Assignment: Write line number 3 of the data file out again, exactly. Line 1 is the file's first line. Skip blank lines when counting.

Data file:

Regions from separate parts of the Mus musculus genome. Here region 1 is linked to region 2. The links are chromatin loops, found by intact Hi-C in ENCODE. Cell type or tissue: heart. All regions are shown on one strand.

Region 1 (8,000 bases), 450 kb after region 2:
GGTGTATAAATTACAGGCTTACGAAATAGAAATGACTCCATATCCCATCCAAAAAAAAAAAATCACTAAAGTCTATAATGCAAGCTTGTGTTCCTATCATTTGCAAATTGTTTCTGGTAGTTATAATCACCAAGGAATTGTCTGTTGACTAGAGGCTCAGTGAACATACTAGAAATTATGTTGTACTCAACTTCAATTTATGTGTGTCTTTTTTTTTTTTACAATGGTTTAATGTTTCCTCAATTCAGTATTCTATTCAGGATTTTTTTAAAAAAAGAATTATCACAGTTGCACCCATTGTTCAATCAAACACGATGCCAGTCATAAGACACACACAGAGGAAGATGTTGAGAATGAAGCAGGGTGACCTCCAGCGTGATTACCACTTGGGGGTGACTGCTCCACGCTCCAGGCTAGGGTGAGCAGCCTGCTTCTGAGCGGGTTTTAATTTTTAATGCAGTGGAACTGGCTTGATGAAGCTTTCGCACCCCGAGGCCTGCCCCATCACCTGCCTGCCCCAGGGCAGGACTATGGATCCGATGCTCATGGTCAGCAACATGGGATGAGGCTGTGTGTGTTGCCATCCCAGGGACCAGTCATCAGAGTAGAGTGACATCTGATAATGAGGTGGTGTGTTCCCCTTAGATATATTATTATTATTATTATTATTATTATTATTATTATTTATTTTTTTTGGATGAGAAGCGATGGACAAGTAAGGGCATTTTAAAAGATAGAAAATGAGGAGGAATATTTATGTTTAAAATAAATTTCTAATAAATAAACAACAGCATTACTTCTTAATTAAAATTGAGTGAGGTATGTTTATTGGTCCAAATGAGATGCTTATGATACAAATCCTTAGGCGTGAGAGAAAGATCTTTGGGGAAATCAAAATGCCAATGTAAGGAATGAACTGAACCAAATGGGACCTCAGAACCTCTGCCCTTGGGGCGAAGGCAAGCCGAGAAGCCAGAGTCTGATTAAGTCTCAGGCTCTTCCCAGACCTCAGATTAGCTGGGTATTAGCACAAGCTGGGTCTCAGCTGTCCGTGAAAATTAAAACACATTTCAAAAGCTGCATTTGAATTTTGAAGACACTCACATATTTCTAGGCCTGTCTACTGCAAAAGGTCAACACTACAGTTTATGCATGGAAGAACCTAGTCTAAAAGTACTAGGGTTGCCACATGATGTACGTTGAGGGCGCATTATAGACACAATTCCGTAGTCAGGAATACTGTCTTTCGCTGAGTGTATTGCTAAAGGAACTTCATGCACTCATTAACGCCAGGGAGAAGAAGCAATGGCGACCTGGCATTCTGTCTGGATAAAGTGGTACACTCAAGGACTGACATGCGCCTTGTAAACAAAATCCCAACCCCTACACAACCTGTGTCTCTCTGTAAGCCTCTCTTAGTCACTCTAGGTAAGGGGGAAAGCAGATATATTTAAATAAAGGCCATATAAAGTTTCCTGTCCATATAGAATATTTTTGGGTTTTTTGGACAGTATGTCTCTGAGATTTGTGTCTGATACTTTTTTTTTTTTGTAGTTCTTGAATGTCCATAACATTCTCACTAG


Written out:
GGTGTATAAATTACAGGCTTACGAAATAGAAATGACTCCATATCCCATCCAAAAAAAAAAAATCACTAAAGTCTATAATGCAAGCTTGTGTTCCTATCATTTGCAAATTGTTTCTGGTAGTTATAATCACCAAGGAATTGTCTGTTGACTAGAGGCTCAGTGAACATACTAGAAATTATGTTGTACTCAACTTCAATTTATGTGTGTCTTTTTTTTTTTTACAATGGTTTAATGTTTCCTCAATTCAGTATTCTATTCAGGATTTTTTTAAAAAAAGAATTATCACAGTTGCACCCATTGTTCAATCAAACACGATGCCAGTCATAAGACACACACAGAGGAAGATGTTGAGAATGAAGCAGGGTGACCTCCAGCGTGATTACCACTTGGGGGTGACTGCTCCACGCTCCAGGCTAGGGTGAGCAGCCTGCTTCTGAGCGGGTTTTAATTTTTAATGCAGTGGAACTGGCTTGATGAAGCTTTCGCACCCCGAGGCCTGCCCCATCACCTGCCTGCCCCAGGGCAGGACTATGGATCCGATGCTCATGGTCAGCAACATGGGATGAGGCTGTGTGTGTTGCCATCCCAGGGACCAGTCATCAGAGTAGAGTGACATCTGATAATGAGGTGGTGTGTTCCCCTTAGATATATTATTATTATTATTATTATTATTATTATTATTATTTATTTTTTTTGGATGAGAAGCGATGGACAAGTAAGGGCATTTTAAAAGATAGAAAATGAGGAGGAATATTTATGTTTAAAATAAATTTCTAATAAATAAACAACAGCATTACTTCTTAATTAAAATTGAGTGAGGTATGTTTATTGGTCCAAATGAGATGCTTATGATACAAATCCTTAGGCGTGAGAGAAAGATCTTTGGGGAAATCAAAATGCCAATGTAAGGAATGAACTGAACCAAATGGGACCTCAGAACCTCTGCCCTTGGGGCGAAGGCAAGCCGAGAAGCCAGAGTCTGATTAAGTCTCAGGCTCTTCCCAGACCTCAGATTAGCTGGGTATTAGCACAAGCTGGGTCTCAGCTGTCCGTGAAAATTAAAACACATTTCAAAAGCTGCATTTGAATTTTGAAGACACTCACATATTTCTAGGCCTGTCTACTGCAAAAGGTCAACACTACAGTTTATGCATGGAAGAACCTAGTCTAAAAGTACTAGGGTTGCCACATGATGTACGTTGAGGGCGCATTATAGACACAATTCCGTAGTCAGGAATACTGTCTTTCGCTGAGTGTATTGCTAAAGGAACTTCATGCACTCATTAACGCCAGGGAGAAGAAGCAATGGCGACCTGGCATTCTGTCTGGATAAAGTGGTACACTCAAGGACTGACATGCGCCTTGTAAACAAAATCCCAACCCCTACACAACCTGTGTCTCTCTGTAAGCCTCTCTTAGTCACTCTAGGTAAGGGGGAAAGCAGATATATTTAAATAAAGGCCATATAAAGTTTCCTGTCCATATAGAATATTTTTGGGTTTTTTGGACAGTATGTCTCTGAGATTTGTGTCTGATACTTTTTTTTTTTTGTAGTTCTTGAATGTCCATAACATTCTCACTAG